Ulysses has the standard folders and sub-folders you’d expect, but if you write a lot, you’ll end up with quite a mess of files. Ulysses has a ton of ways to help you cut through the mess and jump to the text you need quickly. The best feature is the Alfred-like search tool that the v1.1 update brought. Just tap CMD+Shift+O, and you can search through your entire library and jump to a different document without ever leaving your keyboard. The list even remembers your most recently edited files, so you can jump to them even if you forgot what you were last writing about. And, as mentioned before, you can show or hide the file browser sidebars, so if you only rely on the search box, you could get all the benefits of Ulysses’ library without having a more cluttered interface than in any other writing app.

A Built-in Personal Trainer


You can have the nicest writing app in the world, but sometimes it takes a bit more motivation to get a blank page filled with words. There’s nothing like a writing goal to keep you going, and nothing like an automated word count watching over your shoulder to let you know when you’ve hit your goals. That’s what the new Ulysses Goal feature offers.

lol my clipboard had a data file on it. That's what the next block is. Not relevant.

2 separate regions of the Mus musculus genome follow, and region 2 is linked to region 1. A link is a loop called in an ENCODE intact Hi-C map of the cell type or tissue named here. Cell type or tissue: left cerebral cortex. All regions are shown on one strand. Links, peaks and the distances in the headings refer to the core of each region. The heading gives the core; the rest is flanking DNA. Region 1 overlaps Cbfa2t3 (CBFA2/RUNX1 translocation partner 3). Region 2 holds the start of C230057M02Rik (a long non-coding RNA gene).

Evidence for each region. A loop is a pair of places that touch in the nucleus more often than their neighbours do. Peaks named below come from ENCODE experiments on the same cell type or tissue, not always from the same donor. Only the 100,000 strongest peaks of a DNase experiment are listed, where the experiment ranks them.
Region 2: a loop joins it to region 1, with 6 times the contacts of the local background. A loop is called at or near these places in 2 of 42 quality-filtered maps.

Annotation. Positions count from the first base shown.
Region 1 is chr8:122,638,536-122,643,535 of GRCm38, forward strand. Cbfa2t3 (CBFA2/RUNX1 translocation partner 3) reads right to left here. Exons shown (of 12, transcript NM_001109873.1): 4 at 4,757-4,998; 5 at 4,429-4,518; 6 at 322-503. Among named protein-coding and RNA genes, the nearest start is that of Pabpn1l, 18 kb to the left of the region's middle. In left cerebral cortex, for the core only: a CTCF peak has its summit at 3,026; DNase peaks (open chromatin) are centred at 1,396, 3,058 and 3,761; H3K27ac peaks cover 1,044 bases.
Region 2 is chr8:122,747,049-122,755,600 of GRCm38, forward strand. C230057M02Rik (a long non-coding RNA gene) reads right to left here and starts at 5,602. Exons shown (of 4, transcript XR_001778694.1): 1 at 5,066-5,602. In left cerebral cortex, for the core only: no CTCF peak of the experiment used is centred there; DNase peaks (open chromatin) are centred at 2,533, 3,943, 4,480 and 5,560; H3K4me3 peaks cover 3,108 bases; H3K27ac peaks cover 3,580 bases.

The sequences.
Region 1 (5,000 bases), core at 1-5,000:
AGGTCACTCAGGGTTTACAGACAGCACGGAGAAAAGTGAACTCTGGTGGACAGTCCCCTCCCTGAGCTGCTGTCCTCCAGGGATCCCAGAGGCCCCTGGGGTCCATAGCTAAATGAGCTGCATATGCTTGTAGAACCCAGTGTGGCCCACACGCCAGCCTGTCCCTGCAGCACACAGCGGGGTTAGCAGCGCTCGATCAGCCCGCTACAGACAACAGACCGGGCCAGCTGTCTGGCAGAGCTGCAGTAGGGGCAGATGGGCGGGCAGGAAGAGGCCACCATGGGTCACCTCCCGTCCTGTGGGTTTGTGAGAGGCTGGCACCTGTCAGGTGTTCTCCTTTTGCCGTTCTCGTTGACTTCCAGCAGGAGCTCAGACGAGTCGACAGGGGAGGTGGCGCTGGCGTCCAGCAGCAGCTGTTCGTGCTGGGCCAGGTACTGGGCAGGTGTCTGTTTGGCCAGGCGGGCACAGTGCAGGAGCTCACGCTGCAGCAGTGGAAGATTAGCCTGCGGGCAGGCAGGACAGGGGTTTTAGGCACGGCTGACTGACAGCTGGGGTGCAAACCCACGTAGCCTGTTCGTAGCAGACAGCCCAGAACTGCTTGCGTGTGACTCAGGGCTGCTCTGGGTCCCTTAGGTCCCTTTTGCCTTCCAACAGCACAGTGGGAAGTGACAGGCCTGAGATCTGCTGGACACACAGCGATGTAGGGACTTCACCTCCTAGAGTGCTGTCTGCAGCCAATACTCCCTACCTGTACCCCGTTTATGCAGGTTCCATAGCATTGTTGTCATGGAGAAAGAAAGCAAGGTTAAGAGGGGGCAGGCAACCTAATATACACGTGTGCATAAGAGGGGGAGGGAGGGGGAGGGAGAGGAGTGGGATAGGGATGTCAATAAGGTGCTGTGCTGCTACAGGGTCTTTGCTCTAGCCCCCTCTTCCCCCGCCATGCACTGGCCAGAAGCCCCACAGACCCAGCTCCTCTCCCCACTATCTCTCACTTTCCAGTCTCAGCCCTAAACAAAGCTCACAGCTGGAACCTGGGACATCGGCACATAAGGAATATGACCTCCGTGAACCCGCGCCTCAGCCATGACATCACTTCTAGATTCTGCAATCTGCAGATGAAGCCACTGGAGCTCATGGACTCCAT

Just attach a goal from the top of your sheet, and then set the number of characters, words, sentences, or pages you want, and choose if you want at least, around, or at most that many. Now, just keep writing, and there will be a small circle indicator at the top of your sheet that’ll fill up as you write and change colors to let you know when you’ve hit your goal. You can even share the goal image on your social networks if you’d like. It’s the Runkeeper of writing.

There’s also still the great Statistics pane as well, that shows you how many characters words, sentences, paragraphs, and pages your document contains, along with an estimated reading time for slow, average, and fast readers—and you can even tweak that view to only show the stats you need. Sure, you shouldn’t be looking at that all the time, but it’s nice to have the detailed stats when you want them. It’s also fun to select everything in your library and check the statistics of everything (my library contains just over 155k words right now).

Turning Text Into Documents


You’ve finished your writing goals, with your text organized and easy to find in Ulysses. Now, it’s time to put your words to work. You can select the text you want to export and tap Alt+CMD+C to copy it as HTML, or click the Quick Export button to export as Text, Markdown, HTML, Rich Text, PDF, or ePub. Or, just drag-and-drop the file or folder icon in the Quick Export box to your desktop or the folder you want in Finder, and you’ll have the document and any included images and files saved together.